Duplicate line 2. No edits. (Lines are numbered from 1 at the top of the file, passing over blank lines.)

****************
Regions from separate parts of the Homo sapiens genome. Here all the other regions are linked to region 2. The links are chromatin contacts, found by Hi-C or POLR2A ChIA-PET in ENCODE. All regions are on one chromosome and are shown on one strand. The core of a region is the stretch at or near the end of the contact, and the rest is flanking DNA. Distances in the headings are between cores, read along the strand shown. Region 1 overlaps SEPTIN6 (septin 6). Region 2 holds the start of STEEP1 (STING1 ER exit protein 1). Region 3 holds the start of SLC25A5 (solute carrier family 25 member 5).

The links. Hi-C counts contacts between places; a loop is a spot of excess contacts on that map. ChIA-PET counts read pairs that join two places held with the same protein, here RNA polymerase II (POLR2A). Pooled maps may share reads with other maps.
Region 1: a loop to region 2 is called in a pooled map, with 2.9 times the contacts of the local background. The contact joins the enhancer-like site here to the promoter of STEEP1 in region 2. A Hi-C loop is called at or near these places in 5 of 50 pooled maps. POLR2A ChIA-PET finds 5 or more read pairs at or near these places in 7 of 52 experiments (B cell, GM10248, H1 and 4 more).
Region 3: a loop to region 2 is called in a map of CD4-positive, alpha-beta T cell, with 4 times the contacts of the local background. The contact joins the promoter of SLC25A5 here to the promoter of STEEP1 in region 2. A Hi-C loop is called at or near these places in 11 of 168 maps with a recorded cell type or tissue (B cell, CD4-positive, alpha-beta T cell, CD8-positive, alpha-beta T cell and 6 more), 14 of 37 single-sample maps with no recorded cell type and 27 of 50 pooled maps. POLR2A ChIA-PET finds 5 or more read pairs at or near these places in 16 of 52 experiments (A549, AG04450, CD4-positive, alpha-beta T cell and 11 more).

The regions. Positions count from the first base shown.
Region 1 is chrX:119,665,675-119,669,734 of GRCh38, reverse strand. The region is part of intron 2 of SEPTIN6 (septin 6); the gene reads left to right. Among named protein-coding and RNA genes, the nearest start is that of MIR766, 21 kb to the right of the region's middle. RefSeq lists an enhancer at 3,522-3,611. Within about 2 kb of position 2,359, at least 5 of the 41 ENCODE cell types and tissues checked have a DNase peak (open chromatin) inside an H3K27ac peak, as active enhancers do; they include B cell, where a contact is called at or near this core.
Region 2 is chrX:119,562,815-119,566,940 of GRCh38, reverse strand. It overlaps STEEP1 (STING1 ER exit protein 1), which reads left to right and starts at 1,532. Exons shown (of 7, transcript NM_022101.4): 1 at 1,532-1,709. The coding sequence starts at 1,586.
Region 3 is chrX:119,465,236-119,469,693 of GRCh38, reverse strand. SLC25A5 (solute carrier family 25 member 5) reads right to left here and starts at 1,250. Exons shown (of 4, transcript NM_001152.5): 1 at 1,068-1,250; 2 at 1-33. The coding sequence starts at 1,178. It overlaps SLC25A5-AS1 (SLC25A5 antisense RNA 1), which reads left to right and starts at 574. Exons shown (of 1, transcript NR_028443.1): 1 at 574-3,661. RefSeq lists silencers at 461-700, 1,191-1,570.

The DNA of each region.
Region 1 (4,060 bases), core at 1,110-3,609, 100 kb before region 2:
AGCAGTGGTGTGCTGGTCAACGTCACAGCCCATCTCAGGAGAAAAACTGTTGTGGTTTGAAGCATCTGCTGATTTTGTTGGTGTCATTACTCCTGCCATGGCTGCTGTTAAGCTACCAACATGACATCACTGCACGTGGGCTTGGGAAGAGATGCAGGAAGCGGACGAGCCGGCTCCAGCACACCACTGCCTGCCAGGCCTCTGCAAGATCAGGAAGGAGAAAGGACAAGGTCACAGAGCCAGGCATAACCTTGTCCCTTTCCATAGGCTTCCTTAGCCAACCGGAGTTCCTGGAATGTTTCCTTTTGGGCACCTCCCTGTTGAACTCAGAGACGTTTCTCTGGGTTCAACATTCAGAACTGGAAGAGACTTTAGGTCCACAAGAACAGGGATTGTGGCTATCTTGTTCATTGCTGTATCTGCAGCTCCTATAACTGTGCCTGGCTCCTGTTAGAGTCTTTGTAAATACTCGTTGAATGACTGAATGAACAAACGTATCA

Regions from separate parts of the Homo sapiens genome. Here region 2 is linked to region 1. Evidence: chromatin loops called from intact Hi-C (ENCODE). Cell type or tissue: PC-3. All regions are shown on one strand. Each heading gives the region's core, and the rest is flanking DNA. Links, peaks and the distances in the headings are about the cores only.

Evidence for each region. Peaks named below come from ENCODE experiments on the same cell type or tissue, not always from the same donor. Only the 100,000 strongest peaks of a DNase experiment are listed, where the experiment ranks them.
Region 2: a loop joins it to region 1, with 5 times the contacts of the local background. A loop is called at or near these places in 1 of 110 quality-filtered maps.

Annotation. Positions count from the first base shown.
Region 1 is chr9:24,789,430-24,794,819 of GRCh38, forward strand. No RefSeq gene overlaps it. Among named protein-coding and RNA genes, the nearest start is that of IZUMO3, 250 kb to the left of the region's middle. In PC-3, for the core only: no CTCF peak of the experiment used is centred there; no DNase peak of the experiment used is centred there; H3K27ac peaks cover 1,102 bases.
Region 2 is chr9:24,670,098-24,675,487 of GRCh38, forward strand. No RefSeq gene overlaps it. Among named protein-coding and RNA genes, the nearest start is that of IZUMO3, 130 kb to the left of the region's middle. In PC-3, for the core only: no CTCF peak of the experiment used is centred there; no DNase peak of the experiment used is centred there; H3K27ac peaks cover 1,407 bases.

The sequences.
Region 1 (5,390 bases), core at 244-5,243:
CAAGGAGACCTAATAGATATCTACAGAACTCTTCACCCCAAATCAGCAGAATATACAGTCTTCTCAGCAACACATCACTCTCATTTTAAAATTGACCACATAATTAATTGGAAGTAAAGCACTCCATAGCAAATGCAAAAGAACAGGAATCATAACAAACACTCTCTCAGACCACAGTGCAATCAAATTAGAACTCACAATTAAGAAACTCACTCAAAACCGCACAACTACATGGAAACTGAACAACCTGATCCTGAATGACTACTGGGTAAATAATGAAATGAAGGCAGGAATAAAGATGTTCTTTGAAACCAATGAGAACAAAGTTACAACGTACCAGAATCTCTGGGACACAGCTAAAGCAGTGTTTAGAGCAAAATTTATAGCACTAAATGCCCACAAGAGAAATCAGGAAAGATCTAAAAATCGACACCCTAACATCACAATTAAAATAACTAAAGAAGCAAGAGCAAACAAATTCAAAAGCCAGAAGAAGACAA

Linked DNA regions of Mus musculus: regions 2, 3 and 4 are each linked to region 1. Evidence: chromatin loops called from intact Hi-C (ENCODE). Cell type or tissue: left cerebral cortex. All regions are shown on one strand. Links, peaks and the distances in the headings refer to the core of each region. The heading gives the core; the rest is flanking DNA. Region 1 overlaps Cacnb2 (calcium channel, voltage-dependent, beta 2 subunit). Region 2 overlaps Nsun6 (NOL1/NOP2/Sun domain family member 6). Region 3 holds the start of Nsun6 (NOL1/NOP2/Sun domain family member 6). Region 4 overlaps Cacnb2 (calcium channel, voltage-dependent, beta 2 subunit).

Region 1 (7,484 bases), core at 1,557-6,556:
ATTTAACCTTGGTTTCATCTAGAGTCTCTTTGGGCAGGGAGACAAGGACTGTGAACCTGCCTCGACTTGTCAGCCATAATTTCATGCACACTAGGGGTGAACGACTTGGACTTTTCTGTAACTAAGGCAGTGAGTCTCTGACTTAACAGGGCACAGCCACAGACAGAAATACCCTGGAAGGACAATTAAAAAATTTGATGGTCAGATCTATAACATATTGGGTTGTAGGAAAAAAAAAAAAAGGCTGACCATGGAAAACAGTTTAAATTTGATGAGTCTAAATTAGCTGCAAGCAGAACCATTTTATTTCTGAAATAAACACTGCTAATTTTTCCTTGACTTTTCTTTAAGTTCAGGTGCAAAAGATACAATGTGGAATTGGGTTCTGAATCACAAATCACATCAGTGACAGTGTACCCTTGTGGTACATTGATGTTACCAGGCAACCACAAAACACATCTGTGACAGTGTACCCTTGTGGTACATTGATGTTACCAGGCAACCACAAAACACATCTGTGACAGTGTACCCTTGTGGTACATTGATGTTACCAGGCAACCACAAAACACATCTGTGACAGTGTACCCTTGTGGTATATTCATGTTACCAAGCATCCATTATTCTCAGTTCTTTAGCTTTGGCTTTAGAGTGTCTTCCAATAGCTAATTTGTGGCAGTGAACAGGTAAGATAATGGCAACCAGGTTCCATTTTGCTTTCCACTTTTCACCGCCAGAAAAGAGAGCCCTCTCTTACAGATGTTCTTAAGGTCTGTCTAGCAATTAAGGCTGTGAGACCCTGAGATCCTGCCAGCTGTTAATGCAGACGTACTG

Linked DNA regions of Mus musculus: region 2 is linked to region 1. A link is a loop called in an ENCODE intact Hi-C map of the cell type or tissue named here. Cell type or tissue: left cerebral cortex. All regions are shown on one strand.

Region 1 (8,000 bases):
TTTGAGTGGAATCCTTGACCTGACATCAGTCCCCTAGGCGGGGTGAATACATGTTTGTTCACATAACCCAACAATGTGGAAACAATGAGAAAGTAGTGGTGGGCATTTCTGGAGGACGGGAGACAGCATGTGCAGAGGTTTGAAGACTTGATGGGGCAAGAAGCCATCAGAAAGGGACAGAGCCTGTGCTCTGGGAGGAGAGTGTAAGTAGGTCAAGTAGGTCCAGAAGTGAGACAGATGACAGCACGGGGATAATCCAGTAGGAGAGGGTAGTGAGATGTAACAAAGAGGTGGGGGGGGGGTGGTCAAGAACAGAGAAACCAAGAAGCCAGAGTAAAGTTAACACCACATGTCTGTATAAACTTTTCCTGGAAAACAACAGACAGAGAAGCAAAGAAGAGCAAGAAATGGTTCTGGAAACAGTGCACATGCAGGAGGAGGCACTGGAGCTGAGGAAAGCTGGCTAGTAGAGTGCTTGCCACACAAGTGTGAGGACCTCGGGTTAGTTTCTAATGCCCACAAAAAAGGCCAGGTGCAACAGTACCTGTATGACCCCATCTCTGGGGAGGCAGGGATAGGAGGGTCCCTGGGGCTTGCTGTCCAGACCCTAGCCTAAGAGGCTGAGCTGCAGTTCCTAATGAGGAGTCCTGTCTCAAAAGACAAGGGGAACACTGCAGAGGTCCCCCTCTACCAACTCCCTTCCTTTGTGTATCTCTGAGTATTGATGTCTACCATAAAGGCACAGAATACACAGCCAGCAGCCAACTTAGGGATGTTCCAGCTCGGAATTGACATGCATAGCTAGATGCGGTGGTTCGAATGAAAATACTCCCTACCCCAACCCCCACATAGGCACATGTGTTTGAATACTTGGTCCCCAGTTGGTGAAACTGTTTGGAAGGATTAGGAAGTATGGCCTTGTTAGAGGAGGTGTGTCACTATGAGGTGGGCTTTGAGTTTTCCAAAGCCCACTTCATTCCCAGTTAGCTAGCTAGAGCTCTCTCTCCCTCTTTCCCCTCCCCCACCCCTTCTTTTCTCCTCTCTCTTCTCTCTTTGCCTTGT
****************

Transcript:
The links. Hi-C counts contacts between places; a loop is a spot of excess contacts on that map. ChIA-PET counts read pairs that join two places held with the same protein, here RNA polymerase II (POLR2A). Pooled maps may share reads with other maps.